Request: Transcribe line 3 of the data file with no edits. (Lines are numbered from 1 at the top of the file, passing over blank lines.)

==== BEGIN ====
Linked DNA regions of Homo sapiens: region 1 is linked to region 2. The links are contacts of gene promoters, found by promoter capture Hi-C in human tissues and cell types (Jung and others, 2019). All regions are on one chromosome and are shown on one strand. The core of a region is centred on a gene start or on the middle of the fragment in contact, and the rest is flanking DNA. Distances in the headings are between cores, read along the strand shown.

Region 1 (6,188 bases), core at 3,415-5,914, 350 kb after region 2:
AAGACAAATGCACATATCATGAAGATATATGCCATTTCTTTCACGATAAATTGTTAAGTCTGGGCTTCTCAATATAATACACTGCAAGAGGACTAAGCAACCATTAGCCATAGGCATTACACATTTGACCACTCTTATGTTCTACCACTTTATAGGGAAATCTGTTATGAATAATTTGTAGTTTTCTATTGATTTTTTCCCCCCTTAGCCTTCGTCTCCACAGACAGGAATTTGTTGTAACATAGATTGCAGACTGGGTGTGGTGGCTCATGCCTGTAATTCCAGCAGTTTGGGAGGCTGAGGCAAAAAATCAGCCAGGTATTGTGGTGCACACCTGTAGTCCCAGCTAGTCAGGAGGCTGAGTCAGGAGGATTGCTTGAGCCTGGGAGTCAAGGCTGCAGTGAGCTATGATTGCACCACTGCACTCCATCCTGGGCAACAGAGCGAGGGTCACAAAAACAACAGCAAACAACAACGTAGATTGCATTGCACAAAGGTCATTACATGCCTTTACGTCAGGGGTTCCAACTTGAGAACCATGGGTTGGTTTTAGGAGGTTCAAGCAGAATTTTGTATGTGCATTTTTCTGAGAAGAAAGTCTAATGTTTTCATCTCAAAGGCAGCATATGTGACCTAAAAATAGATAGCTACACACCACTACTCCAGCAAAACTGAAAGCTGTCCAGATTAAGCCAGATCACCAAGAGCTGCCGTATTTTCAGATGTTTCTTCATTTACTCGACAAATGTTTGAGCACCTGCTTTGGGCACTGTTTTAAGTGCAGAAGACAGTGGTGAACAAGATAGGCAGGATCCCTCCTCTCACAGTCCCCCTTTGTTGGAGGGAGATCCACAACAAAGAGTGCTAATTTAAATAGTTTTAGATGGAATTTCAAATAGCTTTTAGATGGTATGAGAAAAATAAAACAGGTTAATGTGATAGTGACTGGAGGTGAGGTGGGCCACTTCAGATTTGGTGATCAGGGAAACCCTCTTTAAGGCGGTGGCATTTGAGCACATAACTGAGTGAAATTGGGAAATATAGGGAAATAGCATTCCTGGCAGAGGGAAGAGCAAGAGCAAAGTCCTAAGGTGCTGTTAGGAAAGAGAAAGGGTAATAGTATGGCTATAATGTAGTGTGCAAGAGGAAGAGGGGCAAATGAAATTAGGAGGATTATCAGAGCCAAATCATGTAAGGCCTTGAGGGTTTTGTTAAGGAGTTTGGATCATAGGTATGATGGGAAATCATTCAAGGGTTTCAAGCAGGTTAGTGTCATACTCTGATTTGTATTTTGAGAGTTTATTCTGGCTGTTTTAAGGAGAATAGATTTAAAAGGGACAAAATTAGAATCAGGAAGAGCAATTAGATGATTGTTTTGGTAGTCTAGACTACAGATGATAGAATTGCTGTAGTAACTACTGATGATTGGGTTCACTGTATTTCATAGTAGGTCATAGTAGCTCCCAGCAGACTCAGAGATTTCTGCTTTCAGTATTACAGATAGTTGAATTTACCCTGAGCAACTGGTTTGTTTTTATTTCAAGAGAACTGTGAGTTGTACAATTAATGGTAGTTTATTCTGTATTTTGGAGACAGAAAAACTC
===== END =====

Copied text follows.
AAGACAAATGCACATATCATGAAGATATATGCCATTTCTTTCACGATAAATTGTTAAGTCTGGGCTTCTCAATATAATACACTGCAAGAGGACTAAGCAACCATTAGCCATAGGCATTACACATTTGACCACTCTTATGTTCTACCACTTTATAGGGAAATCTGTTATGAATAATTTGTAGTTTTCTATTGATTTTTTCCCCCCTTAGCCTTCGTCTCCACAGACAGGAATTTGTTGTAACATAGATTGCAGACTGGGTGTGGTGGCTCATGCCTGTAATTCCAGCAGTTTGGGAGGCTGAGGCAAAAAATCAGCCAGGTATTGTGGTGCACACCTGTAGTCCCAGCTAGTCAGGAGGCTGAGTCAGGAGGATTGCTTGAGCCTGGGAGTCAAGGCTGCAGTGAGCTATGATTGCACCACTGCACTCCATCCTGGGCAACAGAGCGAGGGTCACAAAAACAACAGCAAACAACAACGTAGATTGCATTGCACAAAGGTCATTACATGCCTTTACGTCAGGGGTTCCAACTTGAGAACCATGGGTTGGTTTTAGGAGGTTCAAGCAGAATTTTGTATGTGCATTTTTCTGAGAAGAAAGTCTAATGTTTTCATCTCAAAGGCAGCATATGTGACCTAAAAATAGATAGCTACACACCACTACTCCAGCAAAACTGAAAGCTGTCCAGATTAAGCCAGATCACCAAGAGCTGCCGTATTTTCAGATGTTTCTTCATTTACTCGACAAATGTTTGAGCACCTGCTTTGGGCACTGTTTTAAGTGCAGAAGACAGTGGTGAACAAGATAGGCAGGATCCCTCCTCTCACAGTCCCCCTTTGTTGGAGGGAGATCCACAACAAAGAGTGCTAATTTAAATAGTTTTAGATGGAATTTCAAATAGCTTTTAGATGGTATGAGAAAAATAAAACAGGTTAATGTGATAGTGACTGGAGGTGAGGTGGGCCACTTCAGATTTGGTGATCAGGGAAACCCTCTTTAAGGCGGTGGCATTTGAGCACATAACTGAGTGAAATTGGGAAATATAGGGAAATAGCATTCCTGGCAGAGGGAAGAGCAAGAGCAAAGTCCTAAGGTGCTGTTAGGAAAGAGAAAGGGTAATAGTATGGCTATAATGTAGTGTGCAAGAGGAAGAGGGGCAAATGAAATTAGGAGGATTATCAGAGCCAAATCATGTAAGGCCTTGAGGGTTTTGTTAAGGAGTTTGGATCATAGGTATGATGGGAAATCATTCAAGGGTTTCAAGCAGGTTAGTGTCATACTCTGATTTGTATTTTGAGAGTTTATTCTGGCTGTTTTAAGGAGAATAGATTTAAAAGGGACAAAATTAGAATCAGGAAGAGCAATTAGATGATTGTTTTGGTAGTCTAGACTACAGATGATAGAATTGCTGTAGTAACTACTGATGATTGGGTTCACTGTATTTCATAGTAGGTCATAGTAGCTCCCAGCAGACTCAGAGATTTCTGCTTTCAGTATTACAGATAGTTGAATTTACCCTGAGCAACTGGTTTGTTTTTATTTCAAGAGAACTGTGAGTTGTACAATTAATGGTAGTTTATTCTGTATTTTGGAGACAGAAAAACTC